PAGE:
The Making of “Hamilton Fish”: Rachel Mason’s Eight-Year Saga

by Whitney Kimball on January 29, 2015 Interview + Reviews

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“I do believe that there is cosmic synchronicity that we don’t understand,” Rachel Mason told me on a chilly night in her Long Island City studio. Eight years ago, she began researching an eighty-year-old newspaper story for her new opera “The Lives of Hamilton Fish”– the making of which, alone, is a long story.

Mason first learned the Hamilton Fish story in 2006, when she was teaching in an art program at Sing Sing Prison. While researching the prison’s executions at the local library, she came across a microfiche newspaper cover of the January 15, 1936 edition of the Peekskill Evening Star, announcing two deaths: one, an obituary for a prominent statesman named Hamilton Fish. Another, of the impending execution of a serial killer, Hamilton “Albert” Fish.

The Hamiltons were social opposites. Statesman Hamilton Fish II’s father (named after family friend Alexander Hamilton) was governor of New York, and Hamilton II was a congressman and served as Assistant Treasurer under Theodore Roosevelt. “His name is on the recreation center in the Lower East Side,” Mason added.

As she found in her long investigation (hear her podcast above), “Albert” Hamilton Fish, was and is notorious for horrific crimes against children: cannibalism, torture, dismemberment. “He’s the ultimate serial killer, above John Wayne Gacy”, Mason told me. “People have tattoos of him.” In her research, Mason made a podcast interview with Fish’s biographer Harold Schechter, author of The A to Z Encyclopedia of Serial Killers: “The Fish book was the most difficult book for me to write, of all the books I’ve written”, he said.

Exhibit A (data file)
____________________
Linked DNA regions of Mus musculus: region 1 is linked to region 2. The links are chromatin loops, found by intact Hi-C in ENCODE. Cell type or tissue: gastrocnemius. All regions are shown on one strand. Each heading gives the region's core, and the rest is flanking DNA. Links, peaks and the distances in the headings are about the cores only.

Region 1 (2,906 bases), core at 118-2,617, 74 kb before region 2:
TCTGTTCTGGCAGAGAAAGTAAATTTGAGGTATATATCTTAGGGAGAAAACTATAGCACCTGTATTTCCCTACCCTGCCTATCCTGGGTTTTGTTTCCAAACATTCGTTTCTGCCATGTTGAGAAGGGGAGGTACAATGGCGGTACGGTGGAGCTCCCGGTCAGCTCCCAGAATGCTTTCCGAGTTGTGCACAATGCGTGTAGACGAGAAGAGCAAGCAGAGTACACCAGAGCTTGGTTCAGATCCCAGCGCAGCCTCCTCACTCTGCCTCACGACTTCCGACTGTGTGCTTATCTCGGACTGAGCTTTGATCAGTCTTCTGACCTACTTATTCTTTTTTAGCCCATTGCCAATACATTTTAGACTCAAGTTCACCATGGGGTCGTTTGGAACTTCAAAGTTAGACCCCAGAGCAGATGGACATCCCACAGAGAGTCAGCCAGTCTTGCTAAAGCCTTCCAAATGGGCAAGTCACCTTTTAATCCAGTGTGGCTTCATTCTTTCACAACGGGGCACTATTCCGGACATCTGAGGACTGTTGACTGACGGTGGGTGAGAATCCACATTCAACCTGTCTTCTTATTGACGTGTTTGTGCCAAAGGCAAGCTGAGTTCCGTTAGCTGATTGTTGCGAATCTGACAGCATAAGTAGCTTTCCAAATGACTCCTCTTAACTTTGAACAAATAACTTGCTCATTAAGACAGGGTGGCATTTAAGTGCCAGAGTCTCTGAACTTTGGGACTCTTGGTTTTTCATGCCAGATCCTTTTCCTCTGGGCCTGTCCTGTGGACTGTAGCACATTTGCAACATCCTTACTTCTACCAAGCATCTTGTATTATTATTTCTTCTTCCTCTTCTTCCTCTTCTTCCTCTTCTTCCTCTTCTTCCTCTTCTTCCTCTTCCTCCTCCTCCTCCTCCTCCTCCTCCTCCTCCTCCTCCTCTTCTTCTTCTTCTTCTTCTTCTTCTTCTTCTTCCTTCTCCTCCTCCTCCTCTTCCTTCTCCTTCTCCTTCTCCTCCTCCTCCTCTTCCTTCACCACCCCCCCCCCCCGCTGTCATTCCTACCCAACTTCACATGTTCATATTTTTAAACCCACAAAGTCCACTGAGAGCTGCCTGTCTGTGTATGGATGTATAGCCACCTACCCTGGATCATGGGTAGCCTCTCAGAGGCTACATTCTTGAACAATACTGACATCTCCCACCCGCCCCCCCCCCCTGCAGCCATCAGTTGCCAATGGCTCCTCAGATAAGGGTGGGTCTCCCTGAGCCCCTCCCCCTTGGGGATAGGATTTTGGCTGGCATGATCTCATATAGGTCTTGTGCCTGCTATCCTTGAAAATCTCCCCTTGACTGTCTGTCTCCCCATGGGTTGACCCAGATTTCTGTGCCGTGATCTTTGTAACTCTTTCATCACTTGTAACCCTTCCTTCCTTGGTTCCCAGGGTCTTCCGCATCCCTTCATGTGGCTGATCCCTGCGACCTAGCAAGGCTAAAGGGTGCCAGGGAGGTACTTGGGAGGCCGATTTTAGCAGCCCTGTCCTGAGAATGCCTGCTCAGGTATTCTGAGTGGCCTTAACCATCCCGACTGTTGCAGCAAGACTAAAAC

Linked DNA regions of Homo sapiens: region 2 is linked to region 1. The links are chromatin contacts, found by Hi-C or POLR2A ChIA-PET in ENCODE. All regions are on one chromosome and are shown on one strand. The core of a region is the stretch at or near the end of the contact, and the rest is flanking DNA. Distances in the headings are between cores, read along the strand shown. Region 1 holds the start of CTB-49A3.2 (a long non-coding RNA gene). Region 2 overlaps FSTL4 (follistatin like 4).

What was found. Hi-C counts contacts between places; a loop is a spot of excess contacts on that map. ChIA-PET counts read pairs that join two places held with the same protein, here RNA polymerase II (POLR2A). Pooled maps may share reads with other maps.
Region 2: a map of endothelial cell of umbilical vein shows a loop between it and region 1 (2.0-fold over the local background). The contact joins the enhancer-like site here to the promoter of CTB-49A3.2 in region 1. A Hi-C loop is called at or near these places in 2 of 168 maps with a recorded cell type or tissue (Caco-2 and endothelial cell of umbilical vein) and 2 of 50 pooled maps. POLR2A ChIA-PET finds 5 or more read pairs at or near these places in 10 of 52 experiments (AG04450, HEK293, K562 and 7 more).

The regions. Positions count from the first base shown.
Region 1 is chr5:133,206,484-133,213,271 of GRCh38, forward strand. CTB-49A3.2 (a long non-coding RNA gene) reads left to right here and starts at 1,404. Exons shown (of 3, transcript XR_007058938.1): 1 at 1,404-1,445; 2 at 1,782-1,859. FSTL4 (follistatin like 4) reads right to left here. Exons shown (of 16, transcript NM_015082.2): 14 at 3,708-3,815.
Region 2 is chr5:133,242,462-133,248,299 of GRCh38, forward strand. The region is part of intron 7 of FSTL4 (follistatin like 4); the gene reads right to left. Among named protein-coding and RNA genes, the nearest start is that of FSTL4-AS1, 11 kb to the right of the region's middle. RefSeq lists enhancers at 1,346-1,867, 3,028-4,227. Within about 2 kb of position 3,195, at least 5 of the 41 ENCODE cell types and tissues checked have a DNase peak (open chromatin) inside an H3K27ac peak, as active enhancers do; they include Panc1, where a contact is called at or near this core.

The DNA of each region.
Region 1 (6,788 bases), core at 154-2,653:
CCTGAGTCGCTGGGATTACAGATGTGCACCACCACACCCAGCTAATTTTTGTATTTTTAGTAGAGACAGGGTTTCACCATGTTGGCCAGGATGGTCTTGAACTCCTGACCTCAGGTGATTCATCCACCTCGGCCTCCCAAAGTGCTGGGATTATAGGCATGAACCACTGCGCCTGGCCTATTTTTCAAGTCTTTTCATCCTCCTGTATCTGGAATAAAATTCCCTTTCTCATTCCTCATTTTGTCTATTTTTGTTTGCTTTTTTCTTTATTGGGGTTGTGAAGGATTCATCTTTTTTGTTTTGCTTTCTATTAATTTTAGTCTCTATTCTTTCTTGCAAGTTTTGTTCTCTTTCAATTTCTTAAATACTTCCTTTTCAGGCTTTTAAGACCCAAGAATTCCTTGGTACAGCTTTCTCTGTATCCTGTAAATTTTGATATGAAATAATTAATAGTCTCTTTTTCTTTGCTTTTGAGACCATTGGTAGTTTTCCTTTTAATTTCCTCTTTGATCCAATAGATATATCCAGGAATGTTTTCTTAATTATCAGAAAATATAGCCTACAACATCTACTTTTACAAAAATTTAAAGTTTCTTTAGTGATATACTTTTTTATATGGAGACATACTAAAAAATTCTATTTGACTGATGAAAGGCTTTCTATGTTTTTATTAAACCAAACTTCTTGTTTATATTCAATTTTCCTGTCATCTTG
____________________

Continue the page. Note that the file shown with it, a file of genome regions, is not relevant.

Image of Hamilton "Albert" Fish on the electric chair. (Image via )

Image of Hamilton “Albert” Fish on the electric chair. (Image via )

After dogearring the story, Mason dropped the project for a few years, til her friend Max Blumenthal (now a well known political commentator) offered to introduce her to his boss, the editor of The Nation Magazine, about some of Mason’s recent political artwork. His name was Hamilton Fish V.